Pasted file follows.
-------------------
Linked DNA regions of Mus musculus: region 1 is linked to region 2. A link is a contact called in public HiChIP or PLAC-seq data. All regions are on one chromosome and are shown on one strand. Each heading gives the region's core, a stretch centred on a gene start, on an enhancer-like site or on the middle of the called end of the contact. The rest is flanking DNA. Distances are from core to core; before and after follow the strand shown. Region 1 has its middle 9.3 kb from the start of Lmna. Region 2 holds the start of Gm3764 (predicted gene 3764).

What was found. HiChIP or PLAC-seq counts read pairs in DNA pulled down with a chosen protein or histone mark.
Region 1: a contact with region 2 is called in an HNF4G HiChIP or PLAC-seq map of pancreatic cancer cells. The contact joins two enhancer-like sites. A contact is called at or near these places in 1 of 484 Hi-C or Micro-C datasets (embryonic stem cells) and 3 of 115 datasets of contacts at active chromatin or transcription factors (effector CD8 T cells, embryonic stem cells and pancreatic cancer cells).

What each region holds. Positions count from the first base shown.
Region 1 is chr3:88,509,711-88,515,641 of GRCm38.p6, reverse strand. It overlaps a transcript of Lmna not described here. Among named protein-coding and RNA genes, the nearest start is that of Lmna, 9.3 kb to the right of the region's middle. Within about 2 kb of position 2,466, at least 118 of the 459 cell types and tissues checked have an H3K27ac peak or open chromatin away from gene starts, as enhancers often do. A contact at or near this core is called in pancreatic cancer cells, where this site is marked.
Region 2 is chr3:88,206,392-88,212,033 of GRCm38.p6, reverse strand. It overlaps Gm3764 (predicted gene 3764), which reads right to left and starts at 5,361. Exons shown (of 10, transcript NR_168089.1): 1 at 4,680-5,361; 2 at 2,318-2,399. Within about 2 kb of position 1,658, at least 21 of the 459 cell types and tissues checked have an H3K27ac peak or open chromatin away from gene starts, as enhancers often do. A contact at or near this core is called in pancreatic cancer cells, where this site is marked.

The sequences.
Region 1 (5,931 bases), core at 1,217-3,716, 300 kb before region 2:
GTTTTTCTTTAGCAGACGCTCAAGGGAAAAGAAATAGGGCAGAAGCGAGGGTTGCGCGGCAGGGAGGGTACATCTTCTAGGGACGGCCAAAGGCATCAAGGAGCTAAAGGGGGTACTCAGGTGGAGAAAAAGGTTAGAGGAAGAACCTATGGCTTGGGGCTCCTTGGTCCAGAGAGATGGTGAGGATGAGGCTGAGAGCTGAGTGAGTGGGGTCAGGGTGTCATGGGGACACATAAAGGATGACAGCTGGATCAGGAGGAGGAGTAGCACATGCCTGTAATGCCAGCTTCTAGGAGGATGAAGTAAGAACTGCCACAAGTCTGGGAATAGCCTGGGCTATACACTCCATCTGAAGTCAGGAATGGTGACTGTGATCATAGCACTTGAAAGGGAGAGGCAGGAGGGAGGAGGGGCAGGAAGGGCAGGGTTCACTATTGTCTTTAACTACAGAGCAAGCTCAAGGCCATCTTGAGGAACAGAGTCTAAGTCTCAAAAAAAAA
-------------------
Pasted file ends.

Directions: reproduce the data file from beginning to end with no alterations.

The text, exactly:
Linked DNA regions of Mus musculus: region 1 is linked to region 2. A link is a contact called in public HiChIP or PLAC-seq data. All regions are on one chromosome and are shown on one strand. Each heading gives the region's core, a stretch centred on a gene start, on an enhancer-like site or on the middle of the called end of the contact. The rest is flanking DNA. Distances are from core to core; before and after follow the strand shown. Region 1 has its middle 9.3 kb from the start of Lmna. Region 2 holds the start of Gm3764 (predicted gene 3764).

What was found. HiChIP or PLAC-seq counts read pairs in DNA pulled down with a chosen protein or histone mark.
Region 1: a contact with region 2 is called in an HNF4G HiChIP or PLAC-seq map of pancreatic cancer cells. The contact joins two enhancer-like sites. A contact is called at or near these places in 1 of 484 Hi-C or Micro-C datasets (embryonic stem cells) and 3 of 115 datasets of contacts at active chromatin or transcription factors (effector CD8 T cells, embryonic stem cells and pancreatic cancer cells).

What each region holds. Positions count from the first base shown.
Region 1 is chr3:88,509,711-88,515,641 of GRCm38.p6, reverse strand. It overlaps a transcript of Lmna not described here. Among named protein-coding and RNA genes, the nearest start is that of Lmna, 9.3 kb to the right of the region's middle. Within about 2 kb of position 2,466, at least 118 of the 459 cell types and tissues checked have an H3K27ac peak or open chromatin away from gene starts, as enhancers often do. A contact at or near this core is called in pancreatic cancer cells, where this site is marked.
Region 2 is chr3:88,206,392-88,212,033 of GRCm38.p6, reverse strand. It overlaps Gm3764 (predicted gene 3764), which reads right to left and starts at 5,361. Exons shown (of 10, transcript NR_168089.1): 1 at 4,680-5,361; 2 at 2,318-2,399. Within about 2 kb of position 1,658, at least 21 of the 459 cell types and tissues checked have an H3K27ac peak or open chromatin away from gene starts, as enhancers often do. A contact at or near this core is called in pancreatic cancer cells, where this site is marked.

The sequences.
Region 1 (5,931 bases), core at 1,217-3,716, 300 kb before region 2:
GTTTTTCTTTAGCAGACGCTCAAGGGAAAAGAAATAGGGCAGAAGCGAGGGTTGCGCGGCAGGGAGGGTACATCTTCTAGGGACGGCCAAAGGCATCAAGGAGCTAAAGGGGGTACTCAGGTGGAGAAAAAGGTTAGAGGAAGAACCTATGGCTTGGGGCTCCTTGGTCCAGAGAGATGGTGAGGATGAGGCTGAGAGCTGAGTGAGTGGGGTCAGGGTGTCATGGGGACACATAAAGGATGACAGCTGGATCAGGAGGAGGAGTAGCACATGCCTGTAATGCCAGCTTCTAGGAGGATGAAGTAAGAACTGCCACAAGTCTGGGAATAGCCTGGGCTATACACTCCATCTGAAGTCAGGAATGGTGACTGTGATCATAGCACTTGAAAGGGAGAGGCAGGAGGGAGGAGGGGCAGGAAGGGCAGGGTTCACTATTGTCTTTAACTACAGAGCAAGCTCAAGGCCATCTTGAGGAACAGAGTCTAAGTCTCAAAAAAAAA